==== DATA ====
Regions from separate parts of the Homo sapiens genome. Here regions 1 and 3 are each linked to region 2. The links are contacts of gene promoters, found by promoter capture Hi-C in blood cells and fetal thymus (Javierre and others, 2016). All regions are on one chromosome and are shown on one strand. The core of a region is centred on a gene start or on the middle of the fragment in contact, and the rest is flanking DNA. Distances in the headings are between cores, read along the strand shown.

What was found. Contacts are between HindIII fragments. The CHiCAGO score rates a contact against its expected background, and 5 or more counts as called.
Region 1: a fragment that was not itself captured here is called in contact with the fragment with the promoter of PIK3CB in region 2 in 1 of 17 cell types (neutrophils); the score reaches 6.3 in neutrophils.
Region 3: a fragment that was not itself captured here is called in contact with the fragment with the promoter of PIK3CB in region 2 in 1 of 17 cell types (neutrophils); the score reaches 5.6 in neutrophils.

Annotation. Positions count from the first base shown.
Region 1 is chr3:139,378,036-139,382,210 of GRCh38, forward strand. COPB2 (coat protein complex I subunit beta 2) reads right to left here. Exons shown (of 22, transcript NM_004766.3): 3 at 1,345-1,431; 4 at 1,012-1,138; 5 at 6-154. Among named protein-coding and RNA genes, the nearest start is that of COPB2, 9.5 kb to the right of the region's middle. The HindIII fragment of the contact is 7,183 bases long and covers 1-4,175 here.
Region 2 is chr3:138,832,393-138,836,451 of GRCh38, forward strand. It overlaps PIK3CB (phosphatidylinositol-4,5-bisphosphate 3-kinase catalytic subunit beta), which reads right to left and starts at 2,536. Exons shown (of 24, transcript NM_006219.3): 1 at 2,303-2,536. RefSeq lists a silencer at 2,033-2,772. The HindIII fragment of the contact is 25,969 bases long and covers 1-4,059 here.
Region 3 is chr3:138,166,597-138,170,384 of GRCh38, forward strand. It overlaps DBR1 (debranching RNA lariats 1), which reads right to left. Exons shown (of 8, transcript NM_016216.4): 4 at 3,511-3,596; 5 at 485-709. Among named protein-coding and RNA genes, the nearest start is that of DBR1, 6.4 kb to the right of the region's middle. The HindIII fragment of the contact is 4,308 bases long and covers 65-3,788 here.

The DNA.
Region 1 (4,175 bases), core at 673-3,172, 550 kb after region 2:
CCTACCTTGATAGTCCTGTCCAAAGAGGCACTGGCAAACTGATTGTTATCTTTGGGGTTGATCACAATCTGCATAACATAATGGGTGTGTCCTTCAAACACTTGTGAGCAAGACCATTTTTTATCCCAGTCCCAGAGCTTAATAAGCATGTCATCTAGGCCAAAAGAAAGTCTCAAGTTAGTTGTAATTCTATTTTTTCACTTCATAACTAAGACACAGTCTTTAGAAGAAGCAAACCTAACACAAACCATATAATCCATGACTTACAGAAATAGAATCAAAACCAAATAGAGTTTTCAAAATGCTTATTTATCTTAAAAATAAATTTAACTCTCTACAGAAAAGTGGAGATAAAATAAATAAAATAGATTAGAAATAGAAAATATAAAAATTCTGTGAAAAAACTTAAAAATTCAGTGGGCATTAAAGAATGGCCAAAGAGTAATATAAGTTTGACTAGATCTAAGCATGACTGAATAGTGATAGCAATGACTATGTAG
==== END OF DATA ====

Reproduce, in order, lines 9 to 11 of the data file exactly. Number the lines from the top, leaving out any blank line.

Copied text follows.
The DNA.
Region 1 (4,175 bases), core at 673-3,172, 550 kb after region 2:
CCTACCTTGATAGTCCTGTCCAAAGAGGCACTGGCAAACTGATTGTTATCTTTGGGGTTGATCACAATCTGCATAACATAATGGGTGTGTCCTTCAAACACTTGTGAGCAAGACCATTTTTTATCCCAGTCCCAGAGCTTAATAAGCATGTCATCTAGGCCAAAAGAAAGTCTCAAGTTAGTTGTAATTCTATTTTTTCACTTCATAACTAAGACACAGTCTTTAGAAGAAGCAAACCTAACACAAACCATATAATCCATGACTTACAGAAATAGAATCAAAACCAAATAGAGTTTTCAAAATGCTTATTTATCTTAAAAATAAATTTAACTCTCTACAGAAAAGTGGAGATAAAATAAATAAAATAGATTAGAAATAGAAAATATAAAAATTCTGTGAAAAAACTTAAAAATTCAGTGGGCATTAAAGAATGGCCAAAGAGTAATATAAGTTTGACTAGATCTAAGCATGACTGAATAGTGATAGCAATGACTATGTAG